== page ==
Im starting to think that maybe all the "playing god" at the big bee yards to produce better queens

    tecumseh:
    I am not certain who elected whom to play god?

    and a couple of casual observations...
    1) if you have gone thru somewhat of a dearth sometime it is better to compare hives again after some bloom returns. often time hives do well on up side of a nectar flow and not so well on the down side. establishing like kinds of queen on either side of the nectar flow curve can display enormous difference a short time later.

    2) being on the treatmentless band wagon observation on how well a hive is doing means very little in years 1 and 2.... so nothing really less than 3 years old is a success by my own standards.

    another snip...
    I bought Buckfast and Allamerican queens

    tecumseh:
    can I assume by this that you are talking about RWeaver queens?
     
  5. crazy8days

    crazy8days New Member

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    I'm surprised my hives at home are slower getting going when they are top feeding. My swarm bees never wanted to take it and doing much better.
     
  6. Zookeep

    Zookeep Active Member

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    Im not knocking Rweavers queens Im just saying that if hives have been in a location in your area for years and have managed to live through all the crap we as humans have tossed at them (SHBs mites and everything else) and are doing very well population and honey storage then those are the bees you want in your area more then something brought in from another, Im also not quite right on saying my hives are under a year old, most have been where they were removed from for 2 or more years and 1 that Im working on now has been there for 9, the owners of the house they are at said the bees have never missed a year and never been empty, being at there front window near there front door I guess its easy to watch :lol:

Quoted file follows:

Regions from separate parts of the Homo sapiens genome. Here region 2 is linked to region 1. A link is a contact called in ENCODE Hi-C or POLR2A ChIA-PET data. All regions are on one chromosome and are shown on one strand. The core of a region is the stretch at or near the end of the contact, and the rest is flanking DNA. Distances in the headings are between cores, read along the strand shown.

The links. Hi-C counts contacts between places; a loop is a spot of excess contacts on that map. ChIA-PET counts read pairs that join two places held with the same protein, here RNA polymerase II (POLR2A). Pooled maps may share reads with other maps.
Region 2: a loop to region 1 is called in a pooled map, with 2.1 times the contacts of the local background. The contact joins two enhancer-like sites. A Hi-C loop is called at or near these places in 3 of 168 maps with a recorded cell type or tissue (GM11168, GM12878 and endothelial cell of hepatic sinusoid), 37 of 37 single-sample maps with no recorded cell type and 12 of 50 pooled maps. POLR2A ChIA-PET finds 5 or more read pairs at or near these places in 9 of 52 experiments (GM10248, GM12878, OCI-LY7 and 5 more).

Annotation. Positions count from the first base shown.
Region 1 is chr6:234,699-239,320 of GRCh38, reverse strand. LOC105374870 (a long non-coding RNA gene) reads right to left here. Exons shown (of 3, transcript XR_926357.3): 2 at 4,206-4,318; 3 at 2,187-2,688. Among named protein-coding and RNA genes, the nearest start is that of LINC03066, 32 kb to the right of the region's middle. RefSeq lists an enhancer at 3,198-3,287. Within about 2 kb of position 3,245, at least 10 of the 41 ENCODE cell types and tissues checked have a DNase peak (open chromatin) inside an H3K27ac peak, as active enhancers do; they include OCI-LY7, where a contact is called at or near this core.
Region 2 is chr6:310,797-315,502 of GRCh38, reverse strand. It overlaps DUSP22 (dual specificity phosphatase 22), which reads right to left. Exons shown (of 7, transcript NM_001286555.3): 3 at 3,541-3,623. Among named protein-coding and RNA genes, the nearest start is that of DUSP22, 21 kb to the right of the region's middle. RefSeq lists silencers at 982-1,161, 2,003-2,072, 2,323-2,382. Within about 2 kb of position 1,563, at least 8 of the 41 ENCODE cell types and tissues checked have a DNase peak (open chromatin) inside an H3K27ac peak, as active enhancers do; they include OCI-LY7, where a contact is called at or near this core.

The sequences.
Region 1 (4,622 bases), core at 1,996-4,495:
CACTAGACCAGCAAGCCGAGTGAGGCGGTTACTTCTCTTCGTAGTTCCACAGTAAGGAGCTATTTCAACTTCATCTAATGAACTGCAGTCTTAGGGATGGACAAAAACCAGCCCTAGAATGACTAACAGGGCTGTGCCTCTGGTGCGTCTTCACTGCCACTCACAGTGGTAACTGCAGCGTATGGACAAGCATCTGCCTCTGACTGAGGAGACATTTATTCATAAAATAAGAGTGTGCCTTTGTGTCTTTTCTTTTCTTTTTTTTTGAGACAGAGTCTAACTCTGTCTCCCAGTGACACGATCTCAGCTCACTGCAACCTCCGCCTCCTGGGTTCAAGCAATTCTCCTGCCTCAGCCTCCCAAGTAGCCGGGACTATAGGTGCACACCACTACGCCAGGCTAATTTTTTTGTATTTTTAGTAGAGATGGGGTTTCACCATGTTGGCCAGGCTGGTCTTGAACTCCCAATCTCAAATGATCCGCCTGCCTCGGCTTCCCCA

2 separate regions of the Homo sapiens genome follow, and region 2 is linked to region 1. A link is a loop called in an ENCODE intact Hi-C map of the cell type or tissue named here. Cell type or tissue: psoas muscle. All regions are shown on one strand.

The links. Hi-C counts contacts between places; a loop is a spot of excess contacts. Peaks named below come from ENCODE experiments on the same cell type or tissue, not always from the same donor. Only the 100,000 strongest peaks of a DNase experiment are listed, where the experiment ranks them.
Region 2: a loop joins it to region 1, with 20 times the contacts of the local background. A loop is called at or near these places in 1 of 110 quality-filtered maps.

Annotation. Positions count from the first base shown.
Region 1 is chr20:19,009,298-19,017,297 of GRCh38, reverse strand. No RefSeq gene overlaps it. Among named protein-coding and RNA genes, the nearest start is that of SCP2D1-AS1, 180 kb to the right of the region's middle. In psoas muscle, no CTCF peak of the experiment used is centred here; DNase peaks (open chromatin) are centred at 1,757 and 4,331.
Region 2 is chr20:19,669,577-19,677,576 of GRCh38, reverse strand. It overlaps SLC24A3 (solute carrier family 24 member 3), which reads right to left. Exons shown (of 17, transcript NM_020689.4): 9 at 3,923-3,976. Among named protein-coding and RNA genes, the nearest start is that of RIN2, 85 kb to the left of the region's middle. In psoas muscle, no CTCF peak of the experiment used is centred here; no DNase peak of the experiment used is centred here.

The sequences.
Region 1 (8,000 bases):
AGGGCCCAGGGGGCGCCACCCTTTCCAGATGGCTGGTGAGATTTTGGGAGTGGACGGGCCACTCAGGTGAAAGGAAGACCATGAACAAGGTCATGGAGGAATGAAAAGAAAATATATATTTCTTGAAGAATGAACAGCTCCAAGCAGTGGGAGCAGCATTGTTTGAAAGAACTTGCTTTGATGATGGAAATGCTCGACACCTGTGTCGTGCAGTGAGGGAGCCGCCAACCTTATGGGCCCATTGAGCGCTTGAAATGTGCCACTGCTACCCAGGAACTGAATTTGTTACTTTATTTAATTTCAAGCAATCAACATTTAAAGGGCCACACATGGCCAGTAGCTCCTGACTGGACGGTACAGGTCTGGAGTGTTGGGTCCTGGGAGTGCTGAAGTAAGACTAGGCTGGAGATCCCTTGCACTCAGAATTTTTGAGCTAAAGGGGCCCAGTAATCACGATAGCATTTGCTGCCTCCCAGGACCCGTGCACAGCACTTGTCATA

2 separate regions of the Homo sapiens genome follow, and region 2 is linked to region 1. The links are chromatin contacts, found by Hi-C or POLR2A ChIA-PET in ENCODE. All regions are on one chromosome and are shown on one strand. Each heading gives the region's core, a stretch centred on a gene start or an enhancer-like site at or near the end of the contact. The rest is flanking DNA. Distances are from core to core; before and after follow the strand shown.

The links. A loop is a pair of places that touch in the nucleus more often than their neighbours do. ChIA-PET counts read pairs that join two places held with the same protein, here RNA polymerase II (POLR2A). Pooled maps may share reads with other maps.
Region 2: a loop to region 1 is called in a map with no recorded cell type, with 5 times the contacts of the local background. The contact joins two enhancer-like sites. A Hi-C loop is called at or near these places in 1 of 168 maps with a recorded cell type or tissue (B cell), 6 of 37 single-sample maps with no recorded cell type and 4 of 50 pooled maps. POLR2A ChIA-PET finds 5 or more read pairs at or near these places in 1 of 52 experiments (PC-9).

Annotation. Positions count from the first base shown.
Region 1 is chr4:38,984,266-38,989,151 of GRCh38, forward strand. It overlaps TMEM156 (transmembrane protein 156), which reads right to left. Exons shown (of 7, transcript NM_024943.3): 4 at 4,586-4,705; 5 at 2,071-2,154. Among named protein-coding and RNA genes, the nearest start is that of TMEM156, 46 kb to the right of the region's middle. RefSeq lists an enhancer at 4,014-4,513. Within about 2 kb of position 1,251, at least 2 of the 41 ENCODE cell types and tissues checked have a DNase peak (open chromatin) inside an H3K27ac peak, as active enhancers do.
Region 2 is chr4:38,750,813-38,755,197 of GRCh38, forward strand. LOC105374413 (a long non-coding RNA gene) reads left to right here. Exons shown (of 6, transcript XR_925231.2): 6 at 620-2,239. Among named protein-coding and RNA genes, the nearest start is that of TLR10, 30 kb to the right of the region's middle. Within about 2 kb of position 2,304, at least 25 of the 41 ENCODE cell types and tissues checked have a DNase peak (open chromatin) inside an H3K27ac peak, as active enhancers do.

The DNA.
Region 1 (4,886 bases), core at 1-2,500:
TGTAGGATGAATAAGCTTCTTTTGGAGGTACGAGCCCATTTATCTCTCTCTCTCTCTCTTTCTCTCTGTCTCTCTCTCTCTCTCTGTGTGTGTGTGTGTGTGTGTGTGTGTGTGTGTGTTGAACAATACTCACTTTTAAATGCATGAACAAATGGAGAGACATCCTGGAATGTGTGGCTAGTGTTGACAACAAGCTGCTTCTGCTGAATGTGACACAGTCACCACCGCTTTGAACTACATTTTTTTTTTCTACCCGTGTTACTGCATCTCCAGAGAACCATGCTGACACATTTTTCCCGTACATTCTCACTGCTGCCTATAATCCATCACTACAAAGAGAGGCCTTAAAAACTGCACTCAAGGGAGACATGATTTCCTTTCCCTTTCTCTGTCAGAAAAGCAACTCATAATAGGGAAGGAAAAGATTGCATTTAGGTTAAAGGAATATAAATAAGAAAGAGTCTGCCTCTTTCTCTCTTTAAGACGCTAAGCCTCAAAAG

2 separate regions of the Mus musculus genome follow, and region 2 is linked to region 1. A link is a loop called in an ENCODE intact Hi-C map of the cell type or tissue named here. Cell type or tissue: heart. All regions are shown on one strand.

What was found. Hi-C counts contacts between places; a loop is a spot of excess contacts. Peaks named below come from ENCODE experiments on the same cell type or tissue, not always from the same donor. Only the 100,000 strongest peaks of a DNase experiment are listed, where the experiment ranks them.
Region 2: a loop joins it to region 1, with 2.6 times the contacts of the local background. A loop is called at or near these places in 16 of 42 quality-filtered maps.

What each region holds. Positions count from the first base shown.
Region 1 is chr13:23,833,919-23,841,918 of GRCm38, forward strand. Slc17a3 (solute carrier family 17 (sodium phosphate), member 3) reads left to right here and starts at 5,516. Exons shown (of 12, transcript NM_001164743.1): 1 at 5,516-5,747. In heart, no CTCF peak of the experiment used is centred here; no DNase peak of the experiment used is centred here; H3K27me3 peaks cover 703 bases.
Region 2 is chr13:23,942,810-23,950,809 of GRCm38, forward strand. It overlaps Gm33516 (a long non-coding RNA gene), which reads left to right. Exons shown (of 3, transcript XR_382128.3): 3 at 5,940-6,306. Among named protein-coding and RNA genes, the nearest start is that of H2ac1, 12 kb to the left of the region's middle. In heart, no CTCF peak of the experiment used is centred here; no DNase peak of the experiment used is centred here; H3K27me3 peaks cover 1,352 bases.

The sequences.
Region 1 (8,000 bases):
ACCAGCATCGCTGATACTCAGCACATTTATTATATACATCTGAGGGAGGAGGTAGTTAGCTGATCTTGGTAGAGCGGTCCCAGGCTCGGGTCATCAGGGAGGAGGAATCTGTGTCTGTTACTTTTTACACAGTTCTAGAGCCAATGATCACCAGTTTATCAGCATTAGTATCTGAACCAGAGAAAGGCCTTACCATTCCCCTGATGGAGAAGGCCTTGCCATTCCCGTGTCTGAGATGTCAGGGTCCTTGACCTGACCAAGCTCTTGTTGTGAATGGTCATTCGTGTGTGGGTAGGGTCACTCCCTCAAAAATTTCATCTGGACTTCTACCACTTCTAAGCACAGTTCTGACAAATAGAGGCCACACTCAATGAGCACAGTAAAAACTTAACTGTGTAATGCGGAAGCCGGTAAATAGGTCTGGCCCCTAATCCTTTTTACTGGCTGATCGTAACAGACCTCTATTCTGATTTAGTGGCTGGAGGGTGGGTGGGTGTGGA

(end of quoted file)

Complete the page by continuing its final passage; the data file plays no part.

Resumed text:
7. tecumseh

    tecumseh New Member

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    a zookeep snip...
    Im just saying that if hives have been in a location in your area for years and have managed to live through all the crap we as humans have tossed at them (SHBs mites and everything else) and are doing very well population and honey storage then those are the bees you want in your area more then something brought in from another

    tecumseh:
    first and foremost... hopefully zookeep you know I ain't pickin' on you but find some of your statements interesting to reflect upon..

    in regards to your snip I would say well sometimes yes and sometimes no. as I have suggested in some prior thread adaptation of species is generally though to take much longer time span than most of us have for this slow motion change. without a doubt large and dramatic changes in the environment (ahb, shb, etc) makes any change occur at a faster rate <culling in the natural sense of the word is what is happening here.

    for myself when selecting for survivability (imho now likely the most important characteristic of a bee) I want to KNOW the age of the queen in the box and anything else sounds to me to be speculation or alegory. off the cuff observation by folks that are not beekeepers does not add ANY confidence to the speculation as far as my own thinking is concerned.
     
  8. riverbee

    riverbee Active Member

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    tec:
    "as I have suggested in some prior thread adaptation of species is generally though to take much longer time span than most of us have for this slow motion change."

    zookeep, here is the thread tec is referring to, a great discussion, tec's post about this is #10:
    northern queens